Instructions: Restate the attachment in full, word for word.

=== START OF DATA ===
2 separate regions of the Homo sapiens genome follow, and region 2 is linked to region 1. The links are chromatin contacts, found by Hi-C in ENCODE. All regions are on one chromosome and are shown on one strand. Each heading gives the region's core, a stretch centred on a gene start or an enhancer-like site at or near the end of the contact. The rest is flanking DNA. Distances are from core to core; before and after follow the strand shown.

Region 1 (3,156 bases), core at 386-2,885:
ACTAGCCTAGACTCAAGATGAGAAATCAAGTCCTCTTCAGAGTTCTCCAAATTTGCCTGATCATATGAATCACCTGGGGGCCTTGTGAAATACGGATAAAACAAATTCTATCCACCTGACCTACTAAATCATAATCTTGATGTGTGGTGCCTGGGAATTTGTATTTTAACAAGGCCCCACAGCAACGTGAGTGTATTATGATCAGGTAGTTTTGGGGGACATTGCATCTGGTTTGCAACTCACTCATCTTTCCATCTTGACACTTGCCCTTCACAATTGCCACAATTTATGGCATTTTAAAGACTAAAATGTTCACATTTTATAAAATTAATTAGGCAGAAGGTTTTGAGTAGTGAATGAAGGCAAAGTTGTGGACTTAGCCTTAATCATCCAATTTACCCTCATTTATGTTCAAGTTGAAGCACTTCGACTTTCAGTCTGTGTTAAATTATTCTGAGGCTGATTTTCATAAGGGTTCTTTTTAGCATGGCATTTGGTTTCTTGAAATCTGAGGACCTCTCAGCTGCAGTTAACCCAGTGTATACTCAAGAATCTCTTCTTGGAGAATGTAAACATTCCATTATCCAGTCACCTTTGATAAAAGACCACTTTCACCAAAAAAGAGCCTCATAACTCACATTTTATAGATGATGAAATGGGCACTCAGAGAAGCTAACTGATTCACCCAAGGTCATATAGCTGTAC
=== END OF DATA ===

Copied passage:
2 separate regions of the Homo sapiens genome follow, and region 2 is linked to region 1. The links are chromatin contacts, found by Hi-C in ENCODE. All regions are on one chromosome and are shown on one strand. Each heading gives the region's core, a stretch centred on a gene start or an enhancer-like site at or near the end of the contact. The rest is flanking DNA. Distances are from core to core; before and after follow the strand shown.

Region 1 (3,156 bases), core at 386-2,885:
ACTAGCCTAGACTCAAGATGAGAAATCAAGTCCTCTTCAGAGTTCTCCAAATTTGCCTGATCATATGAATCACCTGGGGGCCTTGTGAAATACGGATAAAACAAATTCTATCCACCTGACCTACTAAATCATAATCTTGATGTGTGGTGCCTGGGAATTTGTATTTTAACAAGGCCCCACAGCAACGTGAGTGTATTATGATCAGGTAGTTTTGGGGGACATTGCATCTGGTTTGCAACTCACTCATCTTTCCATCTTGACACTTGCCCTTCACAATTGCCACAATTTATGGCATTTTAAAGACTAAAATGTTCACATTTTATAAAATTAATTAGGCAGAAGGTTTTGAGTAGTGAATGAAGGCAAAGTTGTGGACTTAGCCTTAATCATCCAATTTACCCTCATTTATGTTCAAGTTGAAGCACTTCGACTTTCAGTCTGTGTTAAATTATTCTGAGGCTGATTTTCATAAGGGTTCTTTTTAGCATGGCATTTGGTTTCTTGAAATCTGAGGACCTCTCAGCTGCAGTTAACCCAGTGTATACTCAAGAATCTCTTCTTGGAGAATGTAAACATTCCATTATCCAGTCACCTTTGATAAAAGACCACTTTCACCAAAAAAGAGCCTCATAACTCACATTTTATAGATGATGAAATGGGCACTCAGAGAAGCTAACTGATTCACCCAAGGTCATATAGCTGTAC